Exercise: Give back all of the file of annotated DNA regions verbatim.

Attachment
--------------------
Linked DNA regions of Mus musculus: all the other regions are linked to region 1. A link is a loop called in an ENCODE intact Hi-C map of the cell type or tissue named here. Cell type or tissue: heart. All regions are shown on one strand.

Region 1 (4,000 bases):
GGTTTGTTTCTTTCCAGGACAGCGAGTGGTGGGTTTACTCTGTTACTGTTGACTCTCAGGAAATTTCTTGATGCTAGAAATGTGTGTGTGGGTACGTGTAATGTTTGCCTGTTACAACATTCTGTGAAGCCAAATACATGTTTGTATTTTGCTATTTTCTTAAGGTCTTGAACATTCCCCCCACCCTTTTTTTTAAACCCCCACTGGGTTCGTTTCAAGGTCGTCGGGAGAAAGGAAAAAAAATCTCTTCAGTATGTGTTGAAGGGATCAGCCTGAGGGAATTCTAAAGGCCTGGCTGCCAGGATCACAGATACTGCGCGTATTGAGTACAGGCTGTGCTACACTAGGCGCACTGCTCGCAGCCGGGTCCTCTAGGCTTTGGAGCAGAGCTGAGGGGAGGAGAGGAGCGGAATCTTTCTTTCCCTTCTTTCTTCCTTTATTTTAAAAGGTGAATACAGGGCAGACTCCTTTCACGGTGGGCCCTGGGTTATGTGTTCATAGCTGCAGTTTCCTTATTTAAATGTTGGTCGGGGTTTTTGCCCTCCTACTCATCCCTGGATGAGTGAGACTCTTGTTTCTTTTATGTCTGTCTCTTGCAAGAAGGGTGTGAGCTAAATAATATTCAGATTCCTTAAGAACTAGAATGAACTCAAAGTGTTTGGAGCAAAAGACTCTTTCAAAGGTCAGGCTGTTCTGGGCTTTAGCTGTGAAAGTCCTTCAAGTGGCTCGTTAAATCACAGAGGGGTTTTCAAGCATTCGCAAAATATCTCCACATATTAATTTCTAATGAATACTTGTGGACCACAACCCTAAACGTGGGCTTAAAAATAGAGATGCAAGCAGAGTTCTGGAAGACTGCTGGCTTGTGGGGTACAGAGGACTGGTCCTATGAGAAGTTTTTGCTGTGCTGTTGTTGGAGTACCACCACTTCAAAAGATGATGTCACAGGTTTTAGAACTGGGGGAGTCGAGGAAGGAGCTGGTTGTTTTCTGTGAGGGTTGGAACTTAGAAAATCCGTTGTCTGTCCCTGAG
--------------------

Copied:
Linked DNA regions of Mus musculus: all the other regions are linked to region 1. A link is a loop called in an ENCODE intact Hi-C map of the cell type or tissue named here. Cell type or tissue: heart. All regions are shown on one strand.

Region 1 (4,000 bases):
GGTTTGTTTCTTTCCAGGACAGCGAGTGGTGGGTTTACTCTGTTACTGTTGACTCTCAGGAAATTTCTTGATGCTAGAAATGTGTGTGTGGGTACGTGTAATGTTTGCCTGTTACAACATTCTGTGAAGCCAAATACATGTTTGTATTTTGCTATTTTCTTAAGGTCTTGAACATTCCCCCCACCCTTTTTTTTAAACCCCCACTGGGTTCGTTTCAAGGTCGTCGGGAGAAAGGAAAAAAAATCTCTTCAGTATGTGTTGAAGGGATCAGCCTGAGGGAATTCTAAAGGCCTGGCTGCCAGGATCACAGATACTGCGCGTATTGAGTACAGGCTGTGCTACACTAGGCGCACTGCTCGCAGCCGGGTCCTCTAGGCTTTGGAGCAGAGCTGAGGGGAGGAGAGGAGCGGAATCTTTCTTTCCCTTCTTTCTTCCTTTATTTTAAAAGGTGAATACAGGGCAGACTCCTTTCACGGTGGGCCCTGGGTTATGTGTTCATAGCTGCAGTTTCCTTATTTAAATGTTGGTCGGGGTTTTTGCCCTCCTACTCATCCCTGGATGAGTGAGACTCTTGTTTCTTTTATGTCTGTCTCTTGCAAGAAGGGTGTGAGCTAAATAATATTCAGATTCCTTAAGAACTAGAATGAACTCAAAGTGTTTGGAGCAAAAGACTCTTTCAAAGGTCAGGCTGTTCTGGGCTTTAGCTGTGAAAGTCCTTCAAGTGGCTCGTTAAATCACAGAGGGGTTTTCAAGCATTCGCAAAATATCTCCACATATTAATTTCTAATGAATACTTGTGGACCACAACCCTAAACGTGGGCTTAAAAATAGAGATGCAAGCAGAGTTCTGGAAGACTGCTGGCTTGTGGGGTACAGAGGACTGGTCCTATGAGAAGTTTTTGCTGTGCTGTTGTTGGAGTACCACCACTTCAAAAGATGATGTCACAGGTTTTAGAACTGGGGGAGTCGAGGAAGGAGCTGGTTGTTTTCTGTGAGGGTTGGAACTTAGAAAATCCGTTGTCTGTCCCTGAG